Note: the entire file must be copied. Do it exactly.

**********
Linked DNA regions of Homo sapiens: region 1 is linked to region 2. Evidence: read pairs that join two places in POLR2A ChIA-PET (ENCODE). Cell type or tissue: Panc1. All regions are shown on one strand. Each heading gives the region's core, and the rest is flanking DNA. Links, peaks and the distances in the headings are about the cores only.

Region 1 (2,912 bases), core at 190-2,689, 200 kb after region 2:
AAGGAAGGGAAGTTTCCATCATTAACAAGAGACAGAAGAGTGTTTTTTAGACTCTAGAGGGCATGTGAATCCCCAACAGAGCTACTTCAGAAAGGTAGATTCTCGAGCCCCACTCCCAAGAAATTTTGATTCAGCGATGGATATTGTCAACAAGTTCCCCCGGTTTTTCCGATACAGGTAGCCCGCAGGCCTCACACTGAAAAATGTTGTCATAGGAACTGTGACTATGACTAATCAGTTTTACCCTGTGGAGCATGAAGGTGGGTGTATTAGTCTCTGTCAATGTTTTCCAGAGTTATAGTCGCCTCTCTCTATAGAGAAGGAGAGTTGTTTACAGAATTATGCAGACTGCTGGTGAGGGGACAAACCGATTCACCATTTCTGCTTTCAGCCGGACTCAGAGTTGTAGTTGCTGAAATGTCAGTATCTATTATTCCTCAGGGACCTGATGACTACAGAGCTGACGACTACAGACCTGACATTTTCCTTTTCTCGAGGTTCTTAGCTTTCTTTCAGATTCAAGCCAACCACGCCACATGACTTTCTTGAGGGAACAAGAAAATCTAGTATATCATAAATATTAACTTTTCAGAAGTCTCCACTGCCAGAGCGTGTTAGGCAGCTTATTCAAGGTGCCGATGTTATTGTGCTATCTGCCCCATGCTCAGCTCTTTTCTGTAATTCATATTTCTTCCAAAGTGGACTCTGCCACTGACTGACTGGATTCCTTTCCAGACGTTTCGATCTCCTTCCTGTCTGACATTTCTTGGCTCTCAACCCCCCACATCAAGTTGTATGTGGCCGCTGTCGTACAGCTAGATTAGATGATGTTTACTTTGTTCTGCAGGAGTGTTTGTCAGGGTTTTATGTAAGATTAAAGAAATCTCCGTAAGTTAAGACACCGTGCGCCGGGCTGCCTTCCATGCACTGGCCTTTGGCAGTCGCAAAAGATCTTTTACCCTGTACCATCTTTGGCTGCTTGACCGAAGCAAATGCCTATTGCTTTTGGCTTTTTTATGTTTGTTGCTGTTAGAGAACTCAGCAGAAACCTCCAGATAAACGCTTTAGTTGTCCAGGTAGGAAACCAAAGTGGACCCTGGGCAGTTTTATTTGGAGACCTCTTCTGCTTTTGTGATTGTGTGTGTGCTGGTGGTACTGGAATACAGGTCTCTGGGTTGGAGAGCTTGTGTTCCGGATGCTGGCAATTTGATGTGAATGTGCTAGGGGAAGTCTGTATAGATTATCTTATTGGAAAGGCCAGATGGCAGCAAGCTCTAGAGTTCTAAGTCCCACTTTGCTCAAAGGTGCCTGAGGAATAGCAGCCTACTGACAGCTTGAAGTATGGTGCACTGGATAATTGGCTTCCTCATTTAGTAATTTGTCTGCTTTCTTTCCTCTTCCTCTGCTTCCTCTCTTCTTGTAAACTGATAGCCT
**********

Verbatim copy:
Linked DNA regions of Homo sapiens: region 1 is linked to region 2. Evidence: read pairs that join two places in POLR2A ChIA-PET (ENCODE). Cell type or tissue: Panc1. All regions are shown on one strand. Each heading gives the region's core, and the rest is flanking DNA. Links, peaks and the distances in the headings are about the cores only.

Region 1 (2,912 bases), core at 190-2,689, 200 kb after region 2:
AAGGAAGGGAAGTTTCCATCATTAACAAGAGACAGAAGAGTGTTTTTTAGACTCTAGAGGGCATGTGAATCCCCAACAGAGCTACTTCAGAAAGGTAGATTCTCGAGCCCCACTCCCAAGAAATTTTGATTCAGCGATGGATATTGTCAACAAGTTCCCCCGGTTTTTCCGATACAGGTAGCCCGCAGGCCTCACACTGAAAAATGTTGTCATAGGAACTGTGACTATGACTAATCAGTTTTACCCTGTGGAGCATGAAGGTGGGTGTATTAGTCTCTGTCAATGTTTTCCAGAGTTATAGTCGCCTCTCTCTATAGAGAAGGAGAGTTGTTTACAGAATTATGCAGACTGCTGGTGAGGGGACAAACCGATTCACCATTTCTGCTTTCAGCCGGACTCAGAGTTGTAGTTGCTGAAATGTCAGTATCTATTATTCCTCAGGGACCTGATGACTACAGAGCTGACGACTACAGACCTGACATTTTCCTTTTCTCGAGGTTCTTAGCTTTCTTTCAGATTCAAGCCAACCACGCCACATGACTTTCTTGAGGGAACAAGAAAATCTAGTATATCATAAATATTAACTTTTCAGAAGTCTCCACTGCCAGAGCGTGTTAGGCAGCTTATTCAAGGTGCCGATGTTATTGTGCTATCTGCCCCATGCTCAGCTCTTTTCTGTAATTCATATTTCTTCCAAAGTGGACTCTGCCACTGACTGACTGGATTCCTTTCCAGACGTTTCGATCTCCTTCCTGTCTGACATTTCTTGGCTCTCAACCCCCCACATCAAGTTGTATGTGGCCGCTGTCGTACAGCTAGATTAGATGATGTTTACTTTGTTCTGCAGGAGTGTTTGTCAGGGTTTTATGTAAGATTAAAGAAATCTCCGTAAGTTAAGACACCGTGCGCCGGGCTGCCTTCCATGCACTGGCCTTTGGCAGTCGCAAAAGATCTTTTACCCTGTACCATCTTTGGCTGCTTGACCGAAGCAAATGCCTATTGCTTTTGGCTTTTTTATGTTTGTTGCTGTTAGAGAACTCAGCAGAAACCTCCAGATAAACGCTTTAGTTGTCCAGGTAGGAAACCAAAGTGGACCCTGGGCAGTTTTATTTGGAGACCTCTTCTGCTTTTGTGATTGTGTGTGTGCTGGTGGTACTGGAATACAGGTCTCTGGGTTGGAGAGCTTGTGTTCCGGATGCTGGCAATTTGATGTGAATGTGCTAGGGGAAGTCTGTATAGATTATCTTATTGGAAAGGCCAGATGGCAGCAAGCTCTAGAGTTCTAAGTCCCACTTTGCTCAAAGGTGCCTGAGGAATAGCAGCCTACTGACAGCTTGAAGTATGGTGCACTGGATAATTGGCTTCCTCATTTAGTAATTTGTCTGCTTTCTTTCCTCTTCCTCTGCTTCCTCTCTTCTTGTAAACTGATAGCCT